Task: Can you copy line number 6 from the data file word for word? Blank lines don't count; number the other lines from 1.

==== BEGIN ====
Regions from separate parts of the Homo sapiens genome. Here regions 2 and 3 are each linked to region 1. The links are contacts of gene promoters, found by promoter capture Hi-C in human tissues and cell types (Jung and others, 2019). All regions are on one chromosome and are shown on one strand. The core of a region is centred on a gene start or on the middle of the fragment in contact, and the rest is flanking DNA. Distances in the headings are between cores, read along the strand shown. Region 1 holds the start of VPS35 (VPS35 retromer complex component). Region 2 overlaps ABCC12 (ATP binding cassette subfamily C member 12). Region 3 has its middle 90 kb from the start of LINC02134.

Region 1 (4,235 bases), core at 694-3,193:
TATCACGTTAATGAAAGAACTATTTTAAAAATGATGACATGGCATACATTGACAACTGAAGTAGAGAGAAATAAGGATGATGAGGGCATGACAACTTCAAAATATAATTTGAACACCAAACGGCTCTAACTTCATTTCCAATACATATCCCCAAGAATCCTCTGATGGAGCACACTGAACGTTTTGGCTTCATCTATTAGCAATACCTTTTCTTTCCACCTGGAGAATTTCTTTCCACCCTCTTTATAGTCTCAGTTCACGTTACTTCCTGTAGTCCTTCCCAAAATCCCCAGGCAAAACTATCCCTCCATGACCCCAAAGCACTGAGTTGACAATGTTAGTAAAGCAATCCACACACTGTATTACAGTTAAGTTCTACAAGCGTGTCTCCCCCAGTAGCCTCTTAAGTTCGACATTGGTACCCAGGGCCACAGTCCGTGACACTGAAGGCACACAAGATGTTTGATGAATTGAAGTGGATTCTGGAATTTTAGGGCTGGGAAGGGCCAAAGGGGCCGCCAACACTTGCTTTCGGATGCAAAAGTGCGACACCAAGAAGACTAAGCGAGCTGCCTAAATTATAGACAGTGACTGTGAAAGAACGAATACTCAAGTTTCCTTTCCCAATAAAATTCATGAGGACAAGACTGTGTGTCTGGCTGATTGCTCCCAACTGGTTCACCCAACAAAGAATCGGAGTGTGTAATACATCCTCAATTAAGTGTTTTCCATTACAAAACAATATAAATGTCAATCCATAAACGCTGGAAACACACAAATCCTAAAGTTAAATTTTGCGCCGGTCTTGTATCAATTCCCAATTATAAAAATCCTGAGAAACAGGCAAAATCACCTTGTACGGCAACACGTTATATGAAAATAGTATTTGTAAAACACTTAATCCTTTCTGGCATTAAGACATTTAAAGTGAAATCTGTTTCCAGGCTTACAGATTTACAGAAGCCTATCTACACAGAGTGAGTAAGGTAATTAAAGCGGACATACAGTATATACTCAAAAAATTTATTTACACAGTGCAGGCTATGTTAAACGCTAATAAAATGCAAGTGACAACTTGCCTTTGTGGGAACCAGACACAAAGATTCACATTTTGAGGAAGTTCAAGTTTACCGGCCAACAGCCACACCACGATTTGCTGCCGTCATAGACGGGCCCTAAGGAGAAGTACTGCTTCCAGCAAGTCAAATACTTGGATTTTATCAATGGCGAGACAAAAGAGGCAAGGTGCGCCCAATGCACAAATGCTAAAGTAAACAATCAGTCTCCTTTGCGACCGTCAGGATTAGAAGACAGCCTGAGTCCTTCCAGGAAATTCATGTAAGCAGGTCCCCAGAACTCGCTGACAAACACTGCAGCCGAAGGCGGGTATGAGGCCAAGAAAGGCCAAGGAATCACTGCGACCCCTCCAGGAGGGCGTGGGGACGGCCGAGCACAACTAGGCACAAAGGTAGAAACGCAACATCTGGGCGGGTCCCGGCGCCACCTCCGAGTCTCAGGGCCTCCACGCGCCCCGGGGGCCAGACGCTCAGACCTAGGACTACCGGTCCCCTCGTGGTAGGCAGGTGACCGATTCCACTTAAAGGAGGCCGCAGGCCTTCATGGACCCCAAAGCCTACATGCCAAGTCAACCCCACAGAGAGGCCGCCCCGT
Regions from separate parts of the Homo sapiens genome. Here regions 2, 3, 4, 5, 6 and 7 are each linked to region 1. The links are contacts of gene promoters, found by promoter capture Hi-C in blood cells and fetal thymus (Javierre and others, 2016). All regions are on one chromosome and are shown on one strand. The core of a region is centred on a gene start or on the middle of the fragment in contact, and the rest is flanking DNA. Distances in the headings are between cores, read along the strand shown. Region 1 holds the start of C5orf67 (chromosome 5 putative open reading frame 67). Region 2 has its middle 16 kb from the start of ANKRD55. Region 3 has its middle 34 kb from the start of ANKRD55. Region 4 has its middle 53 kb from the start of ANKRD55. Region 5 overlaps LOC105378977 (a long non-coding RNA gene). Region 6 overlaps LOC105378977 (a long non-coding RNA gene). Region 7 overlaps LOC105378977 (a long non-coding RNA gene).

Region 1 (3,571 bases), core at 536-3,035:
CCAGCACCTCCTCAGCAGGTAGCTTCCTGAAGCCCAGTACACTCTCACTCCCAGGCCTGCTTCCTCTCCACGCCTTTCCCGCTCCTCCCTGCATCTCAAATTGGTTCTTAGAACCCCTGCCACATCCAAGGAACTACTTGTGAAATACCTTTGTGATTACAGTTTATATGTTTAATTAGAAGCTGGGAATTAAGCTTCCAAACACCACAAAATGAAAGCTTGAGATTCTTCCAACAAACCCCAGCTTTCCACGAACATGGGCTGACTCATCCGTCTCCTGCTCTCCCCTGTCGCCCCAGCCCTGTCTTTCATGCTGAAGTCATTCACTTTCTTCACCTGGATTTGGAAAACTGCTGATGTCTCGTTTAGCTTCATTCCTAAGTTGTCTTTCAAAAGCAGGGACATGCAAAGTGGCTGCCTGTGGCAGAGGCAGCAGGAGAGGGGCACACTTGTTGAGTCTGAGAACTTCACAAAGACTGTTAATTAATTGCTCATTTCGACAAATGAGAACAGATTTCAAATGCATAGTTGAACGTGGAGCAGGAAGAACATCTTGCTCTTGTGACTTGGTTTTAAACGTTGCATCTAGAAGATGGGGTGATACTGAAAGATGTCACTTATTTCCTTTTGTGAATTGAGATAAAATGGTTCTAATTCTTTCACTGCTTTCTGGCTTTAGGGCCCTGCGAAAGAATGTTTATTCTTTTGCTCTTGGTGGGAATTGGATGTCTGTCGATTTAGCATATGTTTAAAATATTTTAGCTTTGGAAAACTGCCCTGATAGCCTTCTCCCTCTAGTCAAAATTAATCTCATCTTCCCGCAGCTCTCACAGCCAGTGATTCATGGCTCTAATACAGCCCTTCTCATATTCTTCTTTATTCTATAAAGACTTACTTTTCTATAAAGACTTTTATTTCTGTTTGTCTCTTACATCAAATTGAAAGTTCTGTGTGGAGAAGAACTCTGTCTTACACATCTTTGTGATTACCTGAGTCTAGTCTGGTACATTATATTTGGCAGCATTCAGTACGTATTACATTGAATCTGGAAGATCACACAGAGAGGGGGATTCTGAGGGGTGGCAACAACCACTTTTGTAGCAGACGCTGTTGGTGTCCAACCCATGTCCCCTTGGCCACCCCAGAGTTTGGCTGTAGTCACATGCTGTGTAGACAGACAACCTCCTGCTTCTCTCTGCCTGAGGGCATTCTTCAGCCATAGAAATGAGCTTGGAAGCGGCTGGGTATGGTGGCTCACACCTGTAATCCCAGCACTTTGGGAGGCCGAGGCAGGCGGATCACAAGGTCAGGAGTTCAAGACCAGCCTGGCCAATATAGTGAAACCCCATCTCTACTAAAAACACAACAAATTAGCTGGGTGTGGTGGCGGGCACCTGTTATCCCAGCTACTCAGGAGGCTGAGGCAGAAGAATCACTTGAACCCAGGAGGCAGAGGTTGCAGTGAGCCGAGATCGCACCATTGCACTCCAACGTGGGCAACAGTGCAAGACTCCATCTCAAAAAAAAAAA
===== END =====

CCAGCACCTCCTCAGCAGGTAGCTTCCTGAAGCCCAGTACACTCTCACTCCCAGGCCTGCTTCCTCTCCACGCCTTTCCCGCTCCTCCCTGCATCTCAAATTGGTTCTTAGAACCCCTGCCACATCCAAGGAACTACTTGTGAAATACCTTTGTGATTACAGTTTATATGTTTAATTAGAAGCTGGGAATTAAGCTTCCAAACACCACAAAATGAAAGCTTGAGATTCTTCCAACAAACCCCAGCTTTCCACGAACATGGGCTGACTCATCCGTCTCCTGCTCTCCCCTGTCGCCCCAGCCCTGTCTTTCATGCTGAAGTCATTCACTTTCTTCACCTGGATTTGGAAAACTGCTGATGTCTCGTTTAGCTTCATTCCTAAGTTGTCTTTCAAAAGCAGGGACATGCAAAGTGGCTGCCTGTGGCAGAGGCAGCAGGAGAGGGGCACACTTGTTGAGTCTGAGAACTTCACAAAGACTGTTAATTAATTGCTCATTTCGACAAATGAGAACAGATTTCAAATGCATAGTTGAACGTGGAGCAGGAAGAACATCTTGCTCTTGTGACTTGGTTTTAAACGTTGCATCTAGAAGATGGGGTGATACTGAAAGATGTCACTTATTTCCTTTTGTGAATTGAGATAAAATGGTTCTAATTCTTTCACTGCTTTCTGGCTTTAGGGCCCTGCGAAAGAATGTTTATTCTTTTGCTCTTGGTGGGAATTGGATGTCTGTCGATTTAGCATATGTTTAAAATATTTTAGCTTTGGAAAACTGCCCTGATAGCCTTCTCCCTCTAGTCAAAATTAATCTCATCTTCCCGCAGCTCTCACAGCCAGTGATTCATGGCTCTAATACAGCCCTTCTCATATTCTTCTTTATTCTATAAAGACTTACTTTTCTATAAAGACTTTTATTTCTGTTTGTCTCTTACATCAAATTGAAAGTTCTGTGTGGAGAAGAACTCTGTCTTACACATCTTTGTGATTACCTGAGTCTAGTCTGGTACATTATATTTGGCAGCATTCAGTACGTATTACATTGAATCTGGAAGATCACACAGAGAGGGGGATTCTGAGGGGTGGCAACAACCACTTTTGTAGCAGACGCTGTTGGTGTCCAACCCATGTCCCCTTGGCCACCCCAGAGTTTGGCTGTAGTCACATGCTGTGTAGACAGACAACCTCCTGCTTCTCTCTGCCTGAGGGCATTCTTCAGCCATAGAAATGAGCTTGGAAGCGGCTGGGTATGGTGGCTCACACCTGTAATCCCAGCACTTTGGGAGGCCGAGGCAGGCGGATCACAAGGTCAGGAGTTCAAGACCAGCCTGGCCAATATAGTGAAACCCCATCTCTACTAAAAACACAACAAATTAGCTGGGTGTGGTGGCGGGCACCTGTTATCCCAGCTACTCAGGAGGCTGAGGCAGAAGAATCACTTGAACCCAGGAGGCAGAGGTTGCAGTGAGCCGAGATCGCACCATTGCACTCCAACGTGGGCAACAGTGCAAGACTCCATCTCAAAAAAAAAAA